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Different patterns in immunoreactive anionic and cationic trypsinogen in urine and serum in human acute pancreatitis

Petersson, Ulf LU ; Appelros, Stefan LU and Borgström, Anders LU (1999) In International Journal of Pancreatology 25(3). p.165-170
Abstract
BACKGROUND:



Acute pancreatitis (AP) results in elevated concentrations of trypsinogen (T) isoenzymes in serum. Immunoreactive anionic trypsinogen in urin (irAT/u) is elevated in AP, and has recently been proposed as a rapid diagnostic instrument and severity predictor. These results have not been confirmed by other groups, and irAT/u has not been further characterized. The concentration of immunoreactive cationic trypsinogen in urine (irCT/u) and the serum irAT/irCT ratio in AP have not been extensively examined.



METHODS:



Levels of irAT and irCT were studied in urine and serum from 50 AP patients and in urine from 41 non-AP patients. Severity was assessed according to the Atlanta... (More)
BACKGROUND:



Acute pancreatitis (AP) results in elevated concentrations of trypsinogen (T) isoenzymes in serum. Immunoreactive anionic trypsinogen in urin (irAT/u) is elevated in AP, and has recently been proposed as a rapid diagnostic instrument and severity predictor. These results have not been confirmed by other groups, and irAT/u has not been further characterized. The concentration of immunoreactive cationic trypsinogen in urine (irCT/u) and the serum irAT/irCT ratio in AP have not been extensively examined.



METHODS:



Levels of irAT and irCT were studied in urine and serum from 50 AP patients and in urine from 41 non-AP patients. Severity was assessed according to the Atlanta classification. irAT/u was characterized by gel filtration.



RESULTS:



Gel filtration revealed only AT in the urine. Highly significant differences in irAT/u were seen between AP/non-AP (p < 0.0001) and mild/severe disease (p = 0.0012). The irAT/irCT ratio in serum changed from normal 0.8 to 1.3 in AP.



CONCLUSIONS:



IrAT and only traces of irCT were found in the urine in AP. IrAT/u was higher in AP than in other acute abdominal disorders (non-AP) and also higher in severe than in mild AP. IrAT in serum (irAT/s) increased proportionally more than irCT/s in AP, but did not discriminate mild from severe forms. High levels of irAT/u in some non-AP cases and a wide range in AP cases make the clinical value of the test questionable. (Less)
Please use this url to cite or link to this publication:
author
organization
publishing date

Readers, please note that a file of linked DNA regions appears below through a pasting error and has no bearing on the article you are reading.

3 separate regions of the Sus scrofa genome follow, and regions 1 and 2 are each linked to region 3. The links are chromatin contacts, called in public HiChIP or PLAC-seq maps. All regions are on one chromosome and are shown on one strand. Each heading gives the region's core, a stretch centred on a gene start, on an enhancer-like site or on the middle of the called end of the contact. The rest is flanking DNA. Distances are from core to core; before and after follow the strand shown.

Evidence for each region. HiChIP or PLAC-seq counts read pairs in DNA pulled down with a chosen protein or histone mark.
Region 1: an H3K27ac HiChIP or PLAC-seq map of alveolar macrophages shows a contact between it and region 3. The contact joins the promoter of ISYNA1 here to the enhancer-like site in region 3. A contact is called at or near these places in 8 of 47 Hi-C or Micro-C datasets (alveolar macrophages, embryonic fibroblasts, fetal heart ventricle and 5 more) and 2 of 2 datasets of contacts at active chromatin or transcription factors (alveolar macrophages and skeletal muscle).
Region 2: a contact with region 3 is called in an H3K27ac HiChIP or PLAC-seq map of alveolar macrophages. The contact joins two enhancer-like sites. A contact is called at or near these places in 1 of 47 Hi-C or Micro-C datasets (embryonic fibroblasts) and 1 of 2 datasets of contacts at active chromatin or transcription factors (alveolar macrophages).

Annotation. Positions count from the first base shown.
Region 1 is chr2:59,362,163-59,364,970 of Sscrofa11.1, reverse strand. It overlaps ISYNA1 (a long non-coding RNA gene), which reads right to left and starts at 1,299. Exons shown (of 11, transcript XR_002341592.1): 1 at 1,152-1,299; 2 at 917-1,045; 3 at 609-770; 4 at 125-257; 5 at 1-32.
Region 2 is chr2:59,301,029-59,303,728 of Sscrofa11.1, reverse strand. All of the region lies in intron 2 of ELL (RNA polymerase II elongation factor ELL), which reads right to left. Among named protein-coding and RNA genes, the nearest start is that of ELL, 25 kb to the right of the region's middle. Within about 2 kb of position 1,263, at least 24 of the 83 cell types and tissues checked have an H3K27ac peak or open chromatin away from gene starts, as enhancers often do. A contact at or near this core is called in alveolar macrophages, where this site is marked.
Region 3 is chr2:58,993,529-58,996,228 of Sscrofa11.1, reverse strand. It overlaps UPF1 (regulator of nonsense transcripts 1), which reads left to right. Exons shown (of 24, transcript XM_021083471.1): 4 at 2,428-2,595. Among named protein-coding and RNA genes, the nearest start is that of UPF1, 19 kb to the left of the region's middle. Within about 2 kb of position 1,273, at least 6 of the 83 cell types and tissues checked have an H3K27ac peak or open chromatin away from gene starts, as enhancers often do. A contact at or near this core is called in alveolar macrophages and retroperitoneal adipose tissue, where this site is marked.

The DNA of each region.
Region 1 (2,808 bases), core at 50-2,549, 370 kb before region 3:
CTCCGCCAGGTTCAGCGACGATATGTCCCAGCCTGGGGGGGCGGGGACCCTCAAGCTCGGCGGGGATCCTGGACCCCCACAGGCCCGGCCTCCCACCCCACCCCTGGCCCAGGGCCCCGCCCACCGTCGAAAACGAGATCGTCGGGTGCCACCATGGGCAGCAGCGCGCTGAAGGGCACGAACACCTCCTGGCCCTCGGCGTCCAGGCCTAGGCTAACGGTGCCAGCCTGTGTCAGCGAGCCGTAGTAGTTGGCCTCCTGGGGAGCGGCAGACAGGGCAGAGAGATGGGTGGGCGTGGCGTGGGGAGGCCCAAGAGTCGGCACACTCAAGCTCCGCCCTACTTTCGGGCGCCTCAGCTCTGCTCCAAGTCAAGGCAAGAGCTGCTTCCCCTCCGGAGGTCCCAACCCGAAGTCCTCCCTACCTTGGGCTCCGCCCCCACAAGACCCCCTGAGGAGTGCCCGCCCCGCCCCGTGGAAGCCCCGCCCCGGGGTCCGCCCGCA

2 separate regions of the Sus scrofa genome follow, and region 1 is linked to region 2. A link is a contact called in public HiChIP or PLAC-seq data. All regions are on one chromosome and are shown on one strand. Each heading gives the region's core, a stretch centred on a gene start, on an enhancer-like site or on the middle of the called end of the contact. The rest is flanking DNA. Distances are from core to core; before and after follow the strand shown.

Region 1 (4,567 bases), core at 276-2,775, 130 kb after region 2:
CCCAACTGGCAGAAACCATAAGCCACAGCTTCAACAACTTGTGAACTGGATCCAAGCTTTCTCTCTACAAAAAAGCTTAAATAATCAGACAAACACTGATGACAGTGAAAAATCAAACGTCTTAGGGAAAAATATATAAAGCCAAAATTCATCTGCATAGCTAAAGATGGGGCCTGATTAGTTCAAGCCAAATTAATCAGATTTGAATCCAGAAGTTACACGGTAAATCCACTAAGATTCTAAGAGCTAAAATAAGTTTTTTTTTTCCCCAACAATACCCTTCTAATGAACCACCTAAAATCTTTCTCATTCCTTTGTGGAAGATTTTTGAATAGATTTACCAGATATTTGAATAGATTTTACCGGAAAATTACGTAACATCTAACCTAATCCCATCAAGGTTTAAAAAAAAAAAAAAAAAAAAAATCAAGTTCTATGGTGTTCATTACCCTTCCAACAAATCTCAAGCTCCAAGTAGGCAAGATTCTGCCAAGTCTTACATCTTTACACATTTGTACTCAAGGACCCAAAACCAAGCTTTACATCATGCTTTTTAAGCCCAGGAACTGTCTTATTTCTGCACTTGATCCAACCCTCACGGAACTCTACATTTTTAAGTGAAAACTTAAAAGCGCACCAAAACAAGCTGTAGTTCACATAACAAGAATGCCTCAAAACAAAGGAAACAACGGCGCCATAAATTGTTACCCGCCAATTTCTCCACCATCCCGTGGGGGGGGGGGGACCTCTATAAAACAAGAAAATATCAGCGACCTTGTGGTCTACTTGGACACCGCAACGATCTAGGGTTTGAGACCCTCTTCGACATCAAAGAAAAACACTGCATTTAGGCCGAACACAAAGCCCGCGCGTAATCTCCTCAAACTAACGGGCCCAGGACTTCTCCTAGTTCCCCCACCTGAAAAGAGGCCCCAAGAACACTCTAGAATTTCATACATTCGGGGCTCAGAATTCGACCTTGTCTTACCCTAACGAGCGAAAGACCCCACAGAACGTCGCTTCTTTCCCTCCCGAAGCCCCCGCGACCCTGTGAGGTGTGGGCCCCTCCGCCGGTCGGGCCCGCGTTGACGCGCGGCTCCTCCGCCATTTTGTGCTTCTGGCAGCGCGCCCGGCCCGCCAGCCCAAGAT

type
Contribution to journal
publication status
published
subject
in
International Journal of Pancreatology
volume
25
issue
3
pages
165 - 170
publisher
Humana Press
external identifiers
  • scopus:0032800331
ISSN
0169-4197
language
English
LU publication?
yes
id
a48d9f9f-76bc-4e42-b515-747b65182060 (old id 4139585)
alternative location
http://link.springer.com/article/10.1007/BF02925965
date added to LUP
2016-01-25 10:27:55
date last changed
2017-01-01 07:13:42
@article{a48d9f9f-76bc-4e42-b515-747b65182060,
  abstract     = {BACKGROUND: <br/><br>
<br/><br>
Acute pancreatitis (AP) results in elevated concentrations of trypsinogen (T) isoenzymes in serum. Immunoreactive anionic trypsinogen in urin (irAT/u) is elevated in AP, and has recently been proposed as a rapid diagnostic instrument and severity predictor. These results have not been confirmed by other groups, and irAT/u has not been further characterized. The concentration of immunoreactive cationic trypsinogen in urine (irCT/u) and the serum irAT/irCT ratio in AP have not been extensively examined.<br/><br>
<br/><br>
METHODS: <br/><br>
<br/><br>
Levels of irAT and irCT were studied in urine and serum from 50 AP patients and in urine from 41 non-AP patients. Severity was assessed according to the Atlanta classification. irAT/u was characterized by gel filtration.<br/><br>
<br/><br>
RESULTS: <br/><br>
<br/><br>
Gel filtration revealed only AT in the urine. Highly significant differences in irAT/u were seen between AP/non-AP (p &lt; 0.0001) and mild/severe disease (p = 0.0012). The irAT/irCT ratio in serum changed from normal 0.8 to 1.3 in AP.<br/><br>
<br/><br>
CONCLUSIONS: <br/><br>
<br/><br>
IrAT and only traces of irCT were found in the urine in AP. IrAT/u was higher in AP than in other acute abdominal disorders (non-AP) and also higher in severe than in mild AP. IrAT in serum (irAT/s) increased proportionally more than irCT/s in AP, but did not discriminate mild from severe forms. High levels of irAT/u in some non-AP cases and a wide range in AP cases make the clinical value of the test questionable.},
  author       = {Petersson, Ulf and Appelros, Stefan and Borgström, Anders},
  issn         = {0169-4197},
  language     = {eng},
  number       = {3},
  pages        = {165--170},
  publisher    = {Humana Press},
  series       = {International Journal of Pancreatology},
  title        = {Different patterns in immunoreactive anionic and cationic trypsinogen in urine and serum in human acute pancreatitis},
  volume       = {25},
  year         = {1999},
}